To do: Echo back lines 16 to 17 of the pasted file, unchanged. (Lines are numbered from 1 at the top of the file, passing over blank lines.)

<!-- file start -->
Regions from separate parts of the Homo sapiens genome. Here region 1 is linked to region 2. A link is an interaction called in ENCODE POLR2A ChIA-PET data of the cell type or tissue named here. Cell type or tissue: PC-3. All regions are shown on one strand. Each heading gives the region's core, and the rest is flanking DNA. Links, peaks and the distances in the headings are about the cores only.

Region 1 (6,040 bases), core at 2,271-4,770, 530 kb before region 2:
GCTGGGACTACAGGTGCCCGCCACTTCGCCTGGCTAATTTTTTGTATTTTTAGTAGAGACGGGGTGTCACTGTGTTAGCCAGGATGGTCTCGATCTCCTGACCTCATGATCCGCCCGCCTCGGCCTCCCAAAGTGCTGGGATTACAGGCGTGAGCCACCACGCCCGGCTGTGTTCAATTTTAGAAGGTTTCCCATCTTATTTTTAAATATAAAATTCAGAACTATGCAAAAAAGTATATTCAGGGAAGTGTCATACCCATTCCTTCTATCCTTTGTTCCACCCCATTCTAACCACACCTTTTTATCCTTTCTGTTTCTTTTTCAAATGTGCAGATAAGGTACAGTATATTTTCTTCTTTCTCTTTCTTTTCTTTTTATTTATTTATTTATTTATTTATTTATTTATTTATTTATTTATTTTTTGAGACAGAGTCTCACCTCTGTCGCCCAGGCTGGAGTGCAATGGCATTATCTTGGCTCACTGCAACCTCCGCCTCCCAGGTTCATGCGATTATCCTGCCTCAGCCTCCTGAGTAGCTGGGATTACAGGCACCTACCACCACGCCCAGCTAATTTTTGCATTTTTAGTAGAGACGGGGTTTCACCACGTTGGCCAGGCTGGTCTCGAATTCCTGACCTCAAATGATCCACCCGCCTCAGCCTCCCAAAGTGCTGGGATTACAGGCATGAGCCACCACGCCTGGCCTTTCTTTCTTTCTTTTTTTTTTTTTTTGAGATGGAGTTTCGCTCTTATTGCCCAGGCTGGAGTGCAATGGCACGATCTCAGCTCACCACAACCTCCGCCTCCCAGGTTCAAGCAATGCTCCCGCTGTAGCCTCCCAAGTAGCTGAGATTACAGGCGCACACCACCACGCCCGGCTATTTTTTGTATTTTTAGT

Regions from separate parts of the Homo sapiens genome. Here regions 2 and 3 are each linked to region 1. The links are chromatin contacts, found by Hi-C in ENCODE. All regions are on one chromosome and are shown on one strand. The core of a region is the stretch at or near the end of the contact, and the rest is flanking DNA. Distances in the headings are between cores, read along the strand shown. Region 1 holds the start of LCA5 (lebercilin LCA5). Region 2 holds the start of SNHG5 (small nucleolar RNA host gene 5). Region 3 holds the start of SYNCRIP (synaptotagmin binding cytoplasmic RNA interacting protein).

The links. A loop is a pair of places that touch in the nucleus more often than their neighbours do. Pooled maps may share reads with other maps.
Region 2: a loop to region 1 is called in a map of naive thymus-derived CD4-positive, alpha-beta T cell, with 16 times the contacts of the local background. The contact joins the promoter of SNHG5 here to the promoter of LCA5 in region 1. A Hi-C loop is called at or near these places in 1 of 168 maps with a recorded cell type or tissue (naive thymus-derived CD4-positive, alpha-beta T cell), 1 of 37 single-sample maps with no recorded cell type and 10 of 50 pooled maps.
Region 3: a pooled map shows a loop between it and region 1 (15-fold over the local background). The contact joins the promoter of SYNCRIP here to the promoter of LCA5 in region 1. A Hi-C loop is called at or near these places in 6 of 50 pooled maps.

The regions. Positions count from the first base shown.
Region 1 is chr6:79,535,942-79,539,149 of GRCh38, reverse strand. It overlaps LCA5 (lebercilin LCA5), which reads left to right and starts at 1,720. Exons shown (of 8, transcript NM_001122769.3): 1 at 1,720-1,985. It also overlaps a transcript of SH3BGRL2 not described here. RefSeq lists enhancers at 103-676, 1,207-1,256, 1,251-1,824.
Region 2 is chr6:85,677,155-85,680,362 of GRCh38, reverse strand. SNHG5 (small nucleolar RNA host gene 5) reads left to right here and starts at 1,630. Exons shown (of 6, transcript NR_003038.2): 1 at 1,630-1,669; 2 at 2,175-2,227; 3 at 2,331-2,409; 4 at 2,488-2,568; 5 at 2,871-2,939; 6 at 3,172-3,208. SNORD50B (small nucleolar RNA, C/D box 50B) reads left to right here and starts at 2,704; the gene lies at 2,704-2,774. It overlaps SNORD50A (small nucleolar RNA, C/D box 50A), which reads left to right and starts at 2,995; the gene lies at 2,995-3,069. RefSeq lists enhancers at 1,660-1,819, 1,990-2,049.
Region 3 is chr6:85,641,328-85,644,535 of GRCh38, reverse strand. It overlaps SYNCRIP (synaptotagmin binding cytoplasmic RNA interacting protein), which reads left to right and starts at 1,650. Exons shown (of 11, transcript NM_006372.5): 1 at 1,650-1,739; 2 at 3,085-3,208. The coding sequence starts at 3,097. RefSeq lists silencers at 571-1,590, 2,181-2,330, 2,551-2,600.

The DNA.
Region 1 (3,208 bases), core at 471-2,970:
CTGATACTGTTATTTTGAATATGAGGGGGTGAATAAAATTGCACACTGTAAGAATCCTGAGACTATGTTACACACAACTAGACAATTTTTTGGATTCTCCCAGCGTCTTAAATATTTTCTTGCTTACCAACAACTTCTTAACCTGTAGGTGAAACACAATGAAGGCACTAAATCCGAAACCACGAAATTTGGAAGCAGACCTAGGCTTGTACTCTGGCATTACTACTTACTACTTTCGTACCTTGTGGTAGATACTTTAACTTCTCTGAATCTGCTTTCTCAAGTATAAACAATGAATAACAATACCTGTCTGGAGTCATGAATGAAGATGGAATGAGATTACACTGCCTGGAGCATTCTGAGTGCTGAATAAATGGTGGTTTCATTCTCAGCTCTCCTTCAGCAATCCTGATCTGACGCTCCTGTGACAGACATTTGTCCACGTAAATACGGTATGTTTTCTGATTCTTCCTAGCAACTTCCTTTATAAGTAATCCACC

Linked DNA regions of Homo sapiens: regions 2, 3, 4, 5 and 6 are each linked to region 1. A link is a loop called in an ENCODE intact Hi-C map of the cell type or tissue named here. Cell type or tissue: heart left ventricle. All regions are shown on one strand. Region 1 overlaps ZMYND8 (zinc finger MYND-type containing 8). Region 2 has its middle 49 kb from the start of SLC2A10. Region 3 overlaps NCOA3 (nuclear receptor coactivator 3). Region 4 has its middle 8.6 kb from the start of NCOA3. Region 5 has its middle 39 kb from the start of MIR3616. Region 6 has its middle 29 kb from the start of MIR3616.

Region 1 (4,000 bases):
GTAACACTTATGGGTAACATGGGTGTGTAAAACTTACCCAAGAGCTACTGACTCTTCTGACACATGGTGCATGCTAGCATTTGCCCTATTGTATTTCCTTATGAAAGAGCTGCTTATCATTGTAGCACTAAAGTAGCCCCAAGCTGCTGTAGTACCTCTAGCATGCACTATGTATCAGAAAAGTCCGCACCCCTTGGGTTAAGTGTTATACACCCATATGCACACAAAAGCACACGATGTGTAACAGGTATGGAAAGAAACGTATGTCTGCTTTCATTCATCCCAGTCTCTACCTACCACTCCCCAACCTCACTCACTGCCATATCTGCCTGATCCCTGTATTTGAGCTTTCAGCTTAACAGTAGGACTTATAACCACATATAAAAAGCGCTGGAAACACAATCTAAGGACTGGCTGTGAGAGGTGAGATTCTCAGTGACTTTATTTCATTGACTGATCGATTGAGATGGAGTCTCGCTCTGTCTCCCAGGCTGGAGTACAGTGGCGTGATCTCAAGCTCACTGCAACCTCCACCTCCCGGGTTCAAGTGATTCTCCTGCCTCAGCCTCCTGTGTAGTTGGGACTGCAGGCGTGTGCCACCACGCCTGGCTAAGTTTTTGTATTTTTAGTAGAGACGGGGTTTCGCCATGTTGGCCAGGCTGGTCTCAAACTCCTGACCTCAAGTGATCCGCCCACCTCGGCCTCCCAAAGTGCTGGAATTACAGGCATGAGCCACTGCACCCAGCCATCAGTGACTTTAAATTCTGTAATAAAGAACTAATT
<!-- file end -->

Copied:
Region 1 (4,000 bases):
GTAACACTTATGGGTAACATGGGTGTGTAAAACTTACCCAAGAGCTACTGACTCTTCTGACACATGGTGCATGCTAGCATTTGCCCTATTGTATTTCCTTATGAAAGAGCTGCTTATCATTGTAGCACTAAAGTAGCCCCAAGCTGCTGTAGTACCTCTAGCATGCACTATGTATCAGAAAAGTCCGCACCCCTTGGGTTAAGTGTTATACACCCATATGCACACAAAAGCACACGATGTGTAACAGGTATGGAAAGAAACGTATGTCTGCTTTCATTCATCCCAGTCTCTACCTACCACTCCCCAACCTCACTCACTGCCATATCTGCCTGATCCCTGTATTTGAGCTTTCAGCTTAACAGTAGGACTTATAACCACATATAAAAAGCGCTGGAAACACAATCTAAGGACTGGCTGTGAGAGGTGAGATTCTCAGTGACTTTATTTCATTGACTGATCGATTGAGATGGAGTCTCGCTCTGTCTCCCAGGCTGGAGTACAGTGGCGTGATCTCAAGCTCACTGCAACCTCCACCTCCCGGGTTCAAGTGATTCTCCTGCCTCAGCCTCCTGTGTAGTTGGGACTGCAGGCGTGTGCCACCACGCCTGGCTAAGTTTTTGTATTTTTAGTAGAGACGGGGTTTCGCCATGTTGGCCAGGCTGGTCTCAAACTCCTGACCTCAAGTGATCCGCCCACCTCGGCCTCCCAAAGTGCTGGAATTACAGGCATGAGCCACTGCACCCAGCCATCAGTGACTTTAAATTCTGTAATAAAGAACTAATT